• Connect with empathy – We have all been riding this pandemic together. However, we’ve all weathered it differently as well. Some have thrived in the midst of this crisis, but others, for a variety of reasons, have not. It is why connecting from a place of genuine empathy and compassion is more important than ever.  Make it a priority to connect with people through one-on-one and face-to-face conversations.

  • Humanize yourself by sharing your own struggles – This is not to suggest that anyone in a supervisory role should share everything they are dealing with – certainly not. You must be clear about your intention for sharing and how it will be helpful to whoever you are speaking with. But if you’ve had a particularly difficult day or a tough week, it’s okay to let others know you’re not “emotionally bulletproof.” People need to see that; to know that they are not alone. We connect far more deeply through our own vulnerability and struggles than by our victories and success.  And…as we say; real progress starts by telling ourselves the truth!

  • Know the signs - Mental illness is a silent epidemic. Yet because we can’t see it, we can easily miss it. While only licensed professionals can accurately diagnose mental health risk, anyone can be on the lookout for indicators that the people they work and live with are not necessarily coping well.  Some of these are as follows:

    • Increased absenteeism or noticeable productivity losses

    • Feeling sad or withdrawn for extended periods (2 + weeks)

    • Difficulty concentrating

    • Sudden or unpredictable shifts in attitude or mood

    • Excessive use of alcohol or drugs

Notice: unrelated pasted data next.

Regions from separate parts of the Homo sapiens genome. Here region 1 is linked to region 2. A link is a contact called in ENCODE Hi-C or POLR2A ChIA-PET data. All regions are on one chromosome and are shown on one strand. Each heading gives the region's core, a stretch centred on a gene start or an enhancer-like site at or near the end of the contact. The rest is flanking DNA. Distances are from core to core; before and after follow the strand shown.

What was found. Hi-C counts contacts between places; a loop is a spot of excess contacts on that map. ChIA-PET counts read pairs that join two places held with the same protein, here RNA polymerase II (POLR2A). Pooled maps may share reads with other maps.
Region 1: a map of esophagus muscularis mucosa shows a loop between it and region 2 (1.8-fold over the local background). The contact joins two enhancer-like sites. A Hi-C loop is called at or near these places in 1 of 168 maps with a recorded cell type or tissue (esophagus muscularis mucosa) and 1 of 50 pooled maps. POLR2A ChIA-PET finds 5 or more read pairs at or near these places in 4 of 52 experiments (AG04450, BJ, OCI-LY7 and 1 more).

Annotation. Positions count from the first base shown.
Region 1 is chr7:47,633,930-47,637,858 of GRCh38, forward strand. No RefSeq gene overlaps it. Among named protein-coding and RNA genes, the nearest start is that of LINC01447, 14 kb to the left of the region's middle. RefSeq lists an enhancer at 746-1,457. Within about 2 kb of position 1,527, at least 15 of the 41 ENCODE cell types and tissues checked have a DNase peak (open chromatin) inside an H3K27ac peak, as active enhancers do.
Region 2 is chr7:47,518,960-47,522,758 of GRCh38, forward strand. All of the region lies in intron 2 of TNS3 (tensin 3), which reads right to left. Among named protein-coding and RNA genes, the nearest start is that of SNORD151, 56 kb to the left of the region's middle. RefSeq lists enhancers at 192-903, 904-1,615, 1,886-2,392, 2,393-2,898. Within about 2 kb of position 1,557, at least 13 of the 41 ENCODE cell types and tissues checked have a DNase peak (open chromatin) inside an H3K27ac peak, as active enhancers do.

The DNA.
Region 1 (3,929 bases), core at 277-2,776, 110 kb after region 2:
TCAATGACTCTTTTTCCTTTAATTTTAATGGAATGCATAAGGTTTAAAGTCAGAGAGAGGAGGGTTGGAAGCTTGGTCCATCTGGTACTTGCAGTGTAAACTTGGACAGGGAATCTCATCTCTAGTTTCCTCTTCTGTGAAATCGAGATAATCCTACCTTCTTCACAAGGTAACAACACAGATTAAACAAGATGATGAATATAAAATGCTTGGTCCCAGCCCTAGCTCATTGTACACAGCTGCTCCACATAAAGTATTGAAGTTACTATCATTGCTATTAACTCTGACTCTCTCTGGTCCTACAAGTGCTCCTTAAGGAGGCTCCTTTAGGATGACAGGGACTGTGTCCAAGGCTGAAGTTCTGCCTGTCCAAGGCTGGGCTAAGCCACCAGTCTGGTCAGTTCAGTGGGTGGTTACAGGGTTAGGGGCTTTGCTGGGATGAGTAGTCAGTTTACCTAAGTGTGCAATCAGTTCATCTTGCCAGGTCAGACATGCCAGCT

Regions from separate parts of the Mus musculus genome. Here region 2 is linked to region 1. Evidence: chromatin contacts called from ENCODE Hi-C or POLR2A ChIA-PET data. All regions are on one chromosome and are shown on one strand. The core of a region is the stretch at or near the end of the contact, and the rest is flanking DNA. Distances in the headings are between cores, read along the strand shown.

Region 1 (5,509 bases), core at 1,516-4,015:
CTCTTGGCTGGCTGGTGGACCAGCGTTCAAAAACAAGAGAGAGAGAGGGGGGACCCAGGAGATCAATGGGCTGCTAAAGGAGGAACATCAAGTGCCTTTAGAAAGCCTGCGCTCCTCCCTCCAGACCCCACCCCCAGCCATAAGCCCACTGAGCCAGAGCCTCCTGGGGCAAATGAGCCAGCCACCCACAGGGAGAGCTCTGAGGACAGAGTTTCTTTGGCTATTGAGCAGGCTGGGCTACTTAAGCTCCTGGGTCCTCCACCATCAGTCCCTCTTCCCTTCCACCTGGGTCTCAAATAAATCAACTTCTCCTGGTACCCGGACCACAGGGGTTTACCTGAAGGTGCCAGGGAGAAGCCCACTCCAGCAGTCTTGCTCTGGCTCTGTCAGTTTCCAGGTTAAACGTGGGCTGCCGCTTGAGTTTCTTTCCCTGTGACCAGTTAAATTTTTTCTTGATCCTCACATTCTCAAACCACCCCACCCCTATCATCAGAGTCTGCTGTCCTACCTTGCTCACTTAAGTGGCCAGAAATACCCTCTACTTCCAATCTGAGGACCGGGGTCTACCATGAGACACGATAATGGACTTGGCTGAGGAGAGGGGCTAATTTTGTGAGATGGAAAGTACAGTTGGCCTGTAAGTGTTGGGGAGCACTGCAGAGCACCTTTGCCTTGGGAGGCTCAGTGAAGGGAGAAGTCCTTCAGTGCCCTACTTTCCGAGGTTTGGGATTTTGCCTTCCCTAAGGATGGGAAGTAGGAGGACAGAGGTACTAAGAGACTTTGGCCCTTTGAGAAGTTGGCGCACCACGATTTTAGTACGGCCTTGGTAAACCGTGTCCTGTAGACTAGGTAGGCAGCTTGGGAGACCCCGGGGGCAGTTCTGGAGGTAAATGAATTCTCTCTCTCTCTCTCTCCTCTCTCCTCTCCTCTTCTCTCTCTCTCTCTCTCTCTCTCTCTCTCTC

If you observe these signs, don’t let your fear of an awkward conversation stop you from saying something. It is extremely unlikely that you will ever make a situation worse by expressing authentic concern.  Simply say, “help me understand.” Engage in a conversation about the behavior you see without suggesting causation or inferring fault. You might also share a personal experience to support and help remove some of the social shame many people feel when they are not coping as well as they think they are supposed to.

Likewise, if you just have an intuitive sense that something is wrong, don’t ignore it.  If something doesn’t feel quite right – it probably isn’t. A genuinely caring inquiry can open the door to connect with people on a very heartfelt level, enabling you to get them the help they may not even have known about or actively sought out on their own accord. 

  • Role model self-care – Finally, we must learn to lead by example by prioritizing our own mental wellbeing. Our ability to lead others is always determined by our ability to lead ourselves. Be open about your regular “self-care rituals.” Share your daily practices for taking care of your own wellbeing – mental, physical, emotional, and spiritual – and how that supports your overall health and wellbeing as the daily leadership pressures rise.  Taking your own “mental health day” sends a powerful message to your team and organization.

For more on DREAM4 and their impact on organizational wellbeing and leadership development, please schedule a call today.

How We Serve

Organizational health doesn't just happen; it takes attention and intention. DREAM4 is a personal well-being and leadership development company that strives to help your organization in these 4 specific areas.
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Healthy People
Our Personal Wellbeing Plan provides a unique corporate benefit to invest in your people as people, not just employees.
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Healthy Leaders
Our Leadership Development Plan creates leaders who are trusted and effective.
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Healthy Teams
Our Team Building Plan equips teams to communicate and work with clarity and consistency.
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Healthy Organizations
Our method for Organizational Health produces honest evaluation and practical steps for developing a thriving, healthy work environment.

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HR Professional, Hoover, Alabama